Britain's shock vote to leave the European Union—the first time a member state has chosen to pull out—has reversed the post-World War II unification process that has underpinned peace and prosperity on the continent, Reuters report.
The loss of Europe's second-biggest economy and one of its two main military powers triggered a scramble to shore up the remaining 27-nation bloc, amid a rising tide of eurosceptic populism, rather than any radical move toward closer union.
Despite months of seesawing opinion polls, few in the top echelons in Brussels, Berlin or Paris believed voters would ultimately risk a so-called Brexit.
WATCH: Britain Votes to Leave EU in Brexit Vote
British exit negotiations could be long and divisive. "Brexit will oblige some countries to take a decision. They can't stay one foot in and one foot out," former Italian Prime Minister Enrico Letta told Reuters, citing the four central European countries that form the so-called Visegrad group, as well as Denmark and Sweden.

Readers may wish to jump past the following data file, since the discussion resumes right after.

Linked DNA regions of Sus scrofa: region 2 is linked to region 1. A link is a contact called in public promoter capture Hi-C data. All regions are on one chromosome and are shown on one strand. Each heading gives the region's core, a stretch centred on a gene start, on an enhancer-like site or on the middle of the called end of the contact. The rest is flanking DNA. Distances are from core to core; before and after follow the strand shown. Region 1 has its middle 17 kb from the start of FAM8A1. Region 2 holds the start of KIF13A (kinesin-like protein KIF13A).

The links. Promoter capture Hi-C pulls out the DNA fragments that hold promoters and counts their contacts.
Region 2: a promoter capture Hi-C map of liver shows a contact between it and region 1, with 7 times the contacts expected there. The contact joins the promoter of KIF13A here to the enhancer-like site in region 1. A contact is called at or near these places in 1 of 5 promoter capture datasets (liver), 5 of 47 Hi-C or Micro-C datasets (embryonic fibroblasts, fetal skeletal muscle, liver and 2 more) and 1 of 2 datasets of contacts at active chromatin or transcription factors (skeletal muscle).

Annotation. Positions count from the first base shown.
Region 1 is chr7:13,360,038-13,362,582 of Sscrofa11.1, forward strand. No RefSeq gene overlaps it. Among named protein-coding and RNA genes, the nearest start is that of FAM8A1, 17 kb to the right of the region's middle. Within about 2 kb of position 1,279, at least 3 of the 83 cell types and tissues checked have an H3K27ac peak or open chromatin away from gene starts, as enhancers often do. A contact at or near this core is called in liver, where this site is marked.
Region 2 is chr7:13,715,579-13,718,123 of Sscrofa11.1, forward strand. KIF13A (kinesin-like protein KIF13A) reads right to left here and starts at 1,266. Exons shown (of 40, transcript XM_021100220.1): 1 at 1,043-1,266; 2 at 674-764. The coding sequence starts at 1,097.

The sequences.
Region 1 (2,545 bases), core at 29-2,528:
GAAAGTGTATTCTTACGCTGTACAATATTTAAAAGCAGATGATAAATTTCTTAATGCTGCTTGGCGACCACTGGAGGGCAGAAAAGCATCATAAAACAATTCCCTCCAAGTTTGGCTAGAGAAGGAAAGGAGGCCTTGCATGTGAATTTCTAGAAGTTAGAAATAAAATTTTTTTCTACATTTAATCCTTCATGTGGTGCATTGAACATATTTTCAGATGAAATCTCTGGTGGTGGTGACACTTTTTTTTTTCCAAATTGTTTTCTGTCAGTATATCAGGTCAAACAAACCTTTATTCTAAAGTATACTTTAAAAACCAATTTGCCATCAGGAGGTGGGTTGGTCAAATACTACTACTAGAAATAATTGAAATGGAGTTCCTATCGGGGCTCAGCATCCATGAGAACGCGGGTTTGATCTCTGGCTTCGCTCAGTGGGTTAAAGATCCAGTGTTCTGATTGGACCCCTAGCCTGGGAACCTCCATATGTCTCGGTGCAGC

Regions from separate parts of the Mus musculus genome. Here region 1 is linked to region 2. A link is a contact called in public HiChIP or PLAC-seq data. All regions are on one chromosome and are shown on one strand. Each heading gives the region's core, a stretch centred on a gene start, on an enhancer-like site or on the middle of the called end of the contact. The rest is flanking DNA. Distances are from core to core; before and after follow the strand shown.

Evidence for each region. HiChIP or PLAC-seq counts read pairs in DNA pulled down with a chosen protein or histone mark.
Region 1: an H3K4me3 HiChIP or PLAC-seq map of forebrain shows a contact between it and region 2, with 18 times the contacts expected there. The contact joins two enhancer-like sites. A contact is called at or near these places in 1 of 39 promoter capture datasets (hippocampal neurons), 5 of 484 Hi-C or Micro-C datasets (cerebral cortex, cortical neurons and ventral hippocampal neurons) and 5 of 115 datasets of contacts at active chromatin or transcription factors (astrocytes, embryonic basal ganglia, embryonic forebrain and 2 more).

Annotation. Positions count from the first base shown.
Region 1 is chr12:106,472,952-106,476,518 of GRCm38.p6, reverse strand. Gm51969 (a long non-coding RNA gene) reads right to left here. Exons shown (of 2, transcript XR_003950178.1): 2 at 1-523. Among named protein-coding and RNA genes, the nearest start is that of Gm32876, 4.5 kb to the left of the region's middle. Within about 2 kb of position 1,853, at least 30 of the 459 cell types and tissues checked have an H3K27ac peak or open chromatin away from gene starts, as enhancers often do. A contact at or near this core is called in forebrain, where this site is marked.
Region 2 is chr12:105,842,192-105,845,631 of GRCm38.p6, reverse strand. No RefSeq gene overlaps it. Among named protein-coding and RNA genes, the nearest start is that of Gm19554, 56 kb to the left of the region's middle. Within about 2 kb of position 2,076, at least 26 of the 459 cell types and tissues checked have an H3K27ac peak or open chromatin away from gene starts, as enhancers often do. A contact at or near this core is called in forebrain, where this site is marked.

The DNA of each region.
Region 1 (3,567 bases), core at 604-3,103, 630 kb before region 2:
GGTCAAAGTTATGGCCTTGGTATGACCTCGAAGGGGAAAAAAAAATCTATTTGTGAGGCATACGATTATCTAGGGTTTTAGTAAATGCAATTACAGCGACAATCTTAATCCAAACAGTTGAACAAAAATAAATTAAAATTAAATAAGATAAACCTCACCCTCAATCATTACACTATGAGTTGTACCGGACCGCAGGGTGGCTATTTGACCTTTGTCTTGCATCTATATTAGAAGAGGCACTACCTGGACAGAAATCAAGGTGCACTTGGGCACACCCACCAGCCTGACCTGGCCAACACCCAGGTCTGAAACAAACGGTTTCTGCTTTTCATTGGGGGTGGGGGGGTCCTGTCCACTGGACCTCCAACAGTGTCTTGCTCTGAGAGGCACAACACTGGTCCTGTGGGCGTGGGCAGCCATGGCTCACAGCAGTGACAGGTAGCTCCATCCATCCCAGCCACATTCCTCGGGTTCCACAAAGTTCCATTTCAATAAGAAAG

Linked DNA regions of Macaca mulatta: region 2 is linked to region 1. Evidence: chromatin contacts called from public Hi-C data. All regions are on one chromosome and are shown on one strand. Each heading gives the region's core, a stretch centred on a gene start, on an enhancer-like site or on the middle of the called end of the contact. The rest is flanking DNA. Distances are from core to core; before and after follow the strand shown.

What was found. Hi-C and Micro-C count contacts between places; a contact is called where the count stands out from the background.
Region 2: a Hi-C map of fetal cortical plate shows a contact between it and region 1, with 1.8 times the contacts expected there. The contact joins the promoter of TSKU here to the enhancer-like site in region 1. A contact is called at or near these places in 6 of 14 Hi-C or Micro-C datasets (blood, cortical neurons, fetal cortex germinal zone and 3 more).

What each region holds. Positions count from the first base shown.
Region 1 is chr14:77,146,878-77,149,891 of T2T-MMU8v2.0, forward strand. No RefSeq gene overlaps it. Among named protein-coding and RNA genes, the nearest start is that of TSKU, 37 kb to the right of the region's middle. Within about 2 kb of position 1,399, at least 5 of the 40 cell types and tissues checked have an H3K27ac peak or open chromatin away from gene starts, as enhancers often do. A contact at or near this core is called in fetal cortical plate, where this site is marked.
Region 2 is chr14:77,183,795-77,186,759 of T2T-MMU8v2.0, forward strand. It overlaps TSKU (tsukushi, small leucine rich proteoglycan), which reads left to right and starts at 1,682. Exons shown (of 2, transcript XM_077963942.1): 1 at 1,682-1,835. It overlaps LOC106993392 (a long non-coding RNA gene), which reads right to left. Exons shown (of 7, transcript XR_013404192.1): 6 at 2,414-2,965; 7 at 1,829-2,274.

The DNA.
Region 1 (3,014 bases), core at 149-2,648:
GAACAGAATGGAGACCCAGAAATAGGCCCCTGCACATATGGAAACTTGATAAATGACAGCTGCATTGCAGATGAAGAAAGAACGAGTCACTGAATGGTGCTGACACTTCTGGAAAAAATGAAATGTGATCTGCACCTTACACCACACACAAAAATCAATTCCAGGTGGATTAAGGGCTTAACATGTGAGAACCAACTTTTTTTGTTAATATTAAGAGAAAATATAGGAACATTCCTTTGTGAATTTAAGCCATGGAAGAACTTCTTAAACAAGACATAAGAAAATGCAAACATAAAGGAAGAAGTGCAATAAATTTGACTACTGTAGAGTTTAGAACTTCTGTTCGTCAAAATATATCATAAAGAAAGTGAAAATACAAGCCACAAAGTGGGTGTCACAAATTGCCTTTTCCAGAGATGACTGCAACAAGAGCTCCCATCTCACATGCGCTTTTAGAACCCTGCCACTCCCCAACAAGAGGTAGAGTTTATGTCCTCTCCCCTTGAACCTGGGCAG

Anti-EU nationalists around Europe, energized by the British Leave campaign that took on and defeated the political and business establishment, are already demanding their own referendums on EU membership or on whether to abandon the euro.